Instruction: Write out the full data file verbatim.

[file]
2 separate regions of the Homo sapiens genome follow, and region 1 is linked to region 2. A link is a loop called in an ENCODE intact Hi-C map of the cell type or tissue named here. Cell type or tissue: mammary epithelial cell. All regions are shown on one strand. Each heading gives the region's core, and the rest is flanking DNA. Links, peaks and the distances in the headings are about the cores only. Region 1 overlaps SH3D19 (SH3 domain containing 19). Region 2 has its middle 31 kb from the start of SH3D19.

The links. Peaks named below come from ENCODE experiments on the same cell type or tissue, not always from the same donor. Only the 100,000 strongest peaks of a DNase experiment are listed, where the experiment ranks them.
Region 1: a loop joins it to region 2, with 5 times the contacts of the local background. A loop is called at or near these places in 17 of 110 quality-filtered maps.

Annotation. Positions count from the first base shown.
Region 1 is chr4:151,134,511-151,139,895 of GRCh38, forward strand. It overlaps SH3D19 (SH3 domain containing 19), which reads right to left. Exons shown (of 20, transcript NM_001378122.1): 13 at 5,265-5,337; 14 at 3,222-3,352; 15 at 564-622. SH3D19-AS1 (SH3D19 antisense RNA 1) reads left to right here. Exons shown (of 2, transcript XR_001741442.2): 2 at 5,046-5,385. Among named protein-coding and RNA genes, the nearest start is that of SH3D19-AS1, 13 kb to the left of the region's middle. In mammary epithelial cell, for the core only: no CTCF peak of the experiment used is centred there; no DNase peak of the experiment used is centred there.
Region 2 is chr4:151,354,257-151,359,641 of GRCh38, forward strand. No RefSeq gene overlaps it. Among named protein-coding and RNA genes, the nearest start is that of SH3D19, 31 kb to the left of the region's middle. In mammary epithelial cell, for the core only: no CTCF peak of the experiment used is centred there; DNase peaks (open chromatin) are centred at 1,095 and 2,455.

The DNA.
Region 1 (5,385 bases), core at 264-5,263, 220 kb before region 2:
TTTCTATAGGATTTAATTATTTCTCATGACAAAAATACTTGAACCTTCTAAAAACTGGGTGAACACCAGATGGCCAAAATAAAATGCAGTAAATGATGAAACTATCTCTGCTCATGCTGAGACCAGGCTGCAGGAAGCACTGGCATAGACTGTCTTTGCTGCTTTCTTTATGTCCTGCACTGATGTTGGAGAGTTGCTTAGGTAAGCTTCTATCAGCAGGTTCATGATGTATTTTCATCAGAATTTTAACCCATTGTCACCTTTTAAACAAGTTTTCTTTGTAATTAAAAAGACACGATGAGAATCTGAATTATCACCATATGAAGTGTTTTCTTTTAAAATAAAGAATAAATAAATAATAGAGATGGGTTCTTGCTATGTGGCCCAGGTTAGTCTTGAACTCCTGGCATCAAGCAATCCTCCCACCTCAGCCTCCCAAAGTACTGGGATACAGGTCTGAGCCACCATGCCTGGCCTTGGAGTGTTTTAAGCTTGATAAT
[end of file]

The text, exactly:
2 separate regions of the Homo sapiens genome follow, and region 1 is linked to region 2. A link is a loop called in an ENCODE intact Hi-C map of the cell type or tissue named here. Cell type or tissue: mammary epithelial cell. All regions are shown on one strand. Each heading gives the region's core, and the rest is flanking DNA. Links, peaks and the distances in the headings are about the cores only. Region 1 overlaps SH3D19 (SH3 domain containing 19). Region 2 has its middle 31 kb from the start of SH3D19.

The links. Peaks named below come from ENCODE experiments on the same cell type or tissue, not always from the same donor. Only the 100,000 strongest peaks of a DNase experiment are listed, where the experiment ranks them.
Region 1: a loop joins it to region 2, with 5 times the contacts of the local background. A loop is called at or near these places in 17 of 110 quality-filtered maps.

Annotation. Positions count from the first base shown.
Region 1 is chr4:151,134,511-151,139,895 of GRCh38, forward strand. It overlaps SH3D19 (SH3 domain containing 19), which reads right to left. Exons shown (of 20, transcript NM_001378122.1): 13 at 5,265-5,337; 14 at 3,222-3,352; 15 at 564-622. SH3D19-AS1 (SH3D19 antisense RNA 1) reads left to right here. Exons shown (of 2, transcript XR_001741442.2): 2 at 5,046-5,385. Among named protein-coding and RNA genes, the nearest start is that of SH3D19-AS1, 13 kb to the left of the region's middle. In mammary epithelial cell, for the core only: no CTCF peak of the experiment used is centred there; no DNase peak of the experiment used is centred there.
Region 2 is chr4:151,354,257-151,359,641 of GRCh38, forward strand. No RefSeq gene overlaps it. Among named protein-coding and RNA genes, the nearest start is that of SH3D19, 31 kb to the left of the region's middle. In mammary epithelial cell, for the core only: no CTCF peak of the experiment used is centred there; DNase peaks (open chromatin) are centred at 1,095 and 2,455.

The DNA.
Region 1 (5,385 bases), core at 264-5,263, 220 kb before region 2:
TTTCTATAGGATTTAATTATTTCTCATGACAAAAATACTTGAACCTTCTAAAAACTGGGTGAACACCAGATGGCCAAAATAAAATGCAGTAAATGATGAAACTATCTCTGCTCATGCTGAGACCAGGCTGCAGGAAGCACTGGCATAGACTGTCTTTGCTGCTTTCTTTATGTCCTGCACTGATGTTGGAGAGTTGCTTAGGTAAGCTTCTATCAGCAGGTTCATGATGTATTTTCATCAGAATTTTAACCCATTGTCACCTTTTAAACAAGTTTTCTTTGTAATTAAAAAGACACGATGAGAATCTGAATTATCACCATATGAAGTGTTTTCTTTTAAAATAAAGAATAAATAAATAATAGAGATGGGTTCTTGCTATGTGGCCCAGGTTAGTCTTGAACTCCTGGCATCAAGCAATCCTCCCACCTCAGCCTCCCAAAGTACTGGGATACAGGTCTGAGCCACCATGCCTGGCCTTGGAGTGTTTTAAGCTTGATAAT